Saturday, November 1, 2014

Support Needed for Backcountry Skiing on Forest Preserve Land

The Adirondack Park Agency (APA) is soliciting comments regarding their plan to amend the Adirondack Park State Land Master Plan (SLMP), the document which governs management of the state-owned “forever wild” lands of the Adirondack Park. It’s the first time the SLMP has been amended in more than 25 years, and represents a critical opportunity for advocates of backcountry skiing.

Among the changes that are being considered is a proposal from the Adirondack Powder Skier Association (APSA) to explicitly allow for the creation and maintenance of designated backcountry ski touring trails on Forest Preserve lands classified as Wild Forest and Wilderness.

APSA formed in 2012 to urge the state to allow them to maintain off-trail areas for backcountry skiing in the Adirondacks, but soon ran into issues with interpretation of the SLMP. Even though the SLMP allows for recreational amenities like hiking trails, horse trails, snowmobile trails and ski trails, the Department of Environmental Conservation (DEC) has maintained that the minimal maintenance sought by APSA – the clearing of blowdown, branches and brush for backcountry skiing – is a “prohibited activity.”

Key components of APSA’s proposal include:
  • Designated backcountry ski touring trails would be established within naturally occurring openings under a mature canopy on pitches that would require a minimal amount of maintenance to create safe and reasonable access.
  • Site selection and route design will utilize carefully planned out criteria which integrate the natural terrain features and contours. Designated backcountry ski touring trails will avoid summits and other environmentally sensitive areas. Site selections will be approved by DEC.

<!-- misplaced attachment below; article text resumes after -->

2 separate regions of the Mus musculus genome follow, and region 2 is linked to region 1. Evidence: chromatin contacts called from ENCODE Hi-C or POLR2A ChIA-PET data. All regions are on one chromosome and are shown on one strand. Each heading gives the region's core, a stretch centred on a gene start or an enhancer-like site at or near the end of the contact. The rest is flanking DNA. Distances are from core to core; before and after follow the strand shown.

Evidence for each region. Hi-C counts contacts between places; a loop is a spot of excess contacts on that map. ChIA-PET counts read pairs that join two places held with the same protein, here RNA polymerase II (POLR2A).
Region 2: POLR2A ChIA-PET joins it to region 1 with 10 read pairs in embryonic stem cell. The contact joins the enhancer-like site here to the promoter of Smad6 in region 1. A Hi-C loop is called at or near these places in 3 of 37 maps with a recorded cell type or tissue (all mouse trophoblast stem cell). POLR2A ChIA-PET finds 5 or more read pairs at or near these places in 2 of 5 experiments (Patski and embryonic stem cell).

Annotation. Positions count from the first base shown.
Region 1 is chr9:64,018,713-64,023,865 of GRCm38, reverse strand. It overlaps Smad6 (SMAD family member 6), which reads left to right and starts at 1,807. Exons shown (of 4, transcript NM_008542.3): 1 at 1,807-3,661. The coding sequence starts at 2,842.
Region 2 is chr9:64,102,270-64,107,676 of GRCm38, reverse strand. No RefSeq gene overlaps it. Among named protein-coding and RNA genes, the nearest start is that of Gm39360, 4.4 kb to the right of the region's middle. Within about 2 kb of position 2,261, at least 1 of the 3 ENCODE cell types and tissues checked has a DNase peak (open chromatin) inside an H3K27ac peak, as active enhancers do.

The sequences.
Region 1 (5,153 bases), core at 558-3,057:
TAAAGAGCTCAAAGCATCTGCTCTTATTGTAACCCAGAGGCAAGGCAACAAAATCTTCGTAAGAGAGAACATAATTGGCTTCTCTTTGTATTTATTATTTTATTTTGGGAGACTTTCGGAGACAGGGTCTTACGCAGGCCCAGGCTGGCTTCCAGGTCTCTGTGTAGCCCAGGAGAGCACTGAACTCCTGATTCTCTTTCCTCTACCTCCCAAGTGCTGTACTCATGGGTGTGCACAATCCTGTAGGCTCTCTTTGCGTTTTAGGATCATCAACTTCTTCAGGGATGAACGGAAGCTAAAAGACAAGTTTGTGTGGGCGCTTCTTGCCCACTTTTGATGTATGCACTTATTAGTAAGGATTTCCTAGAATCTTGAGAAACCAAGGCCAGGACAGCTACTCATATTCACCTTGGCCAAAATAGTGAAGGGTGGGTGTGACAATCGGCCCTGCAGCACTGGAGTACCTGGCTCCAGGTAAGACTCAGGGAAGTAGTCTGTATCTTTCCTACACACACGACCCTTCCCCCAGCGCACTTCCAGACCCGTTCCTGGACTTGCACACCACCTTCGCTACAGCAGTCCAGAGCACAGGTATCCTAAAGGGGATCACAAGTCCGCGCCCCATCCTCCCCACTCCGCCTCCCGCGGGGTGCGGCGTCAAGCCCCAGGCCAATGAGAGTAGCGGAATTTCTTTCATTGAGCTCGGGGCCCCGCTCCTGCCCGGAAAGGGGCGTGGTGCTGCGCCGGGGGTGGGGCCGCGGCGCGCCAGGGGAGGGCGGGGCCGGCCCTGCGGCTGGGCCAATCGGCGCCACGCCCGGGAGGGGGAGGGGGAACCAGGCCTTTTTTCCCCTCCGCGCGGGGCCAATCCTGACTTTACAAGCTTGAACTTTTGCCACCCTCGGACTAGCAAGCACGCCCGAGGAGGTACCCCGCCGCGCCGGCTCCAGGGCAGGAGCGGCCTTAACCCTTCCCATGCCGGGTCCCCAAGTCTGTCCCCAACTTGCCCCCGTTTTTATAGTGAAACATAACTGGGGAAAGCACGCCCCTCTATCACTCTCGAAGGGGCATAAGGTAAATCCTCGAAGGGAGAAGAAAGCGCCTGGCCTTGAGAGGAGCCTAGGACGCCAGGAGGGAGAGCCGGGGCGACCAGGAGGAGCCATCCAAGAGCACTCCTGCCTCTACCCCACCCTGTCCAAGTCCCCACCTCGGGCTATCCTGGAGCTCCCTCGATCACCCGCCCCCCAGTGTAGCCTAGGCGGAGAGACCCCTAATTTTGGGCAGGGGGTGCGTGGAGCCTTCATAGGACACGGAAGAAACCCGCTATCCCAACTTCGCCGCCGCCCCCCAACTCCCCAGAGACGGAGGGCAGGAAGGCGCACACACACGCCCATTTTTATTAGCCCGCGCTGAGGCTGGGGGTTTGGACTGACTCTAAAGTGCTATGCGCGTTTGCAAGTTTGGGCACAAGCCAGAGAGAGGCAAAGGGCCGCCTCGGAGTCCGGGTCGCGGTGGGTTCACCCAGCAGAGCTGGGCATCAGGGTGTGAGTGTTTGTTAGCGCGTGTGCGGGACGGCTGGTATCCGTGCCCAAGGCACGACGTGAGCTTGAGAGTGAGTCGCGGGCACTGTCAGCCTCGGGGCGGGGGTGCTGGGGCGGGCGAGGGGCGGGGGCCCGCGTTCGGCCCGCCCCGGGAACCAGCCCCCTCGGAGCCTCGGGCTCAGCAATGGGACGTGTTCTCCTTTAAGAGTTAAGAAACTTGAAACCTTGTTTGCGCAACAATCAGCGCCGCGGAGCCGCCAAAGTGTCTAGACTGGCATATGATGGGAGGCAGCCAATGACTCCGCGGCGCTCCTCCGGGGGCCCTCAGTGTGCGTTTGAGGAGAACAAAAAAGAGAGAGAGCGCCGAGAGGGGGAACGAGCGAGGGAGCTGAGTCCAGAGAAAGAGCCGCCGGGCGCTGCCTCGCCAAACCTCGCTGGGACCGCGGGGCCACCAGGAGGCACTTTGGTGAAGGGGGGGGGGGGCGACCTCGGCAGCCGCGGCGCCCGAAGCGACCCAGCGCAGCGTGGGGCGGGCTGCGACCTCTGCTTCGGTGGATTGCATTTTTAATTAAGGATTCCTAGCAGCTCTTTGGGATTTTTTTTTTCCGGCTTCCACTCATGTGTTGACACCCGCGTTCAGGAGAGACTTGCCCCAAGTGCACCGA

• Branches and brush may be trimmed. Blowdown may be cut up and left flat on the ground to promote nutrient recycling but no trees shall be cut. These ski routes should be hard to identify in summer months, and would not, in and of themselves, create a destination or a means to a destination.
  • The use of skis or snowshoes will be required on designated backcountry ski touring trails. A designated skin track will be used for ascents. On trails where more than one descent line may exist, descent lines will be separated by “understory islands.”
  • Maintenance of designated backcountry ski touring trails will be performed between September 1 and April 30. These trails will be closed to foot traffic between May 1 and August 31.
  • Trained APSA volunteers will perform trail maintenance at little or no cost to the state under the DEC Adopt-A-Natural-Resource stewardship program.
  • Signage and outreach will educate hikers and other summer users to protect this resource.

The tradition of ski touring is deeply etched in Adirondack history. This photo taken in 1927 shows conservationist John Apperson skiing across the Lower Ausable Lake on his way to ski Haystack and Basin. Apperson is credited with the first ski ascent of Mount Marcy in 1910.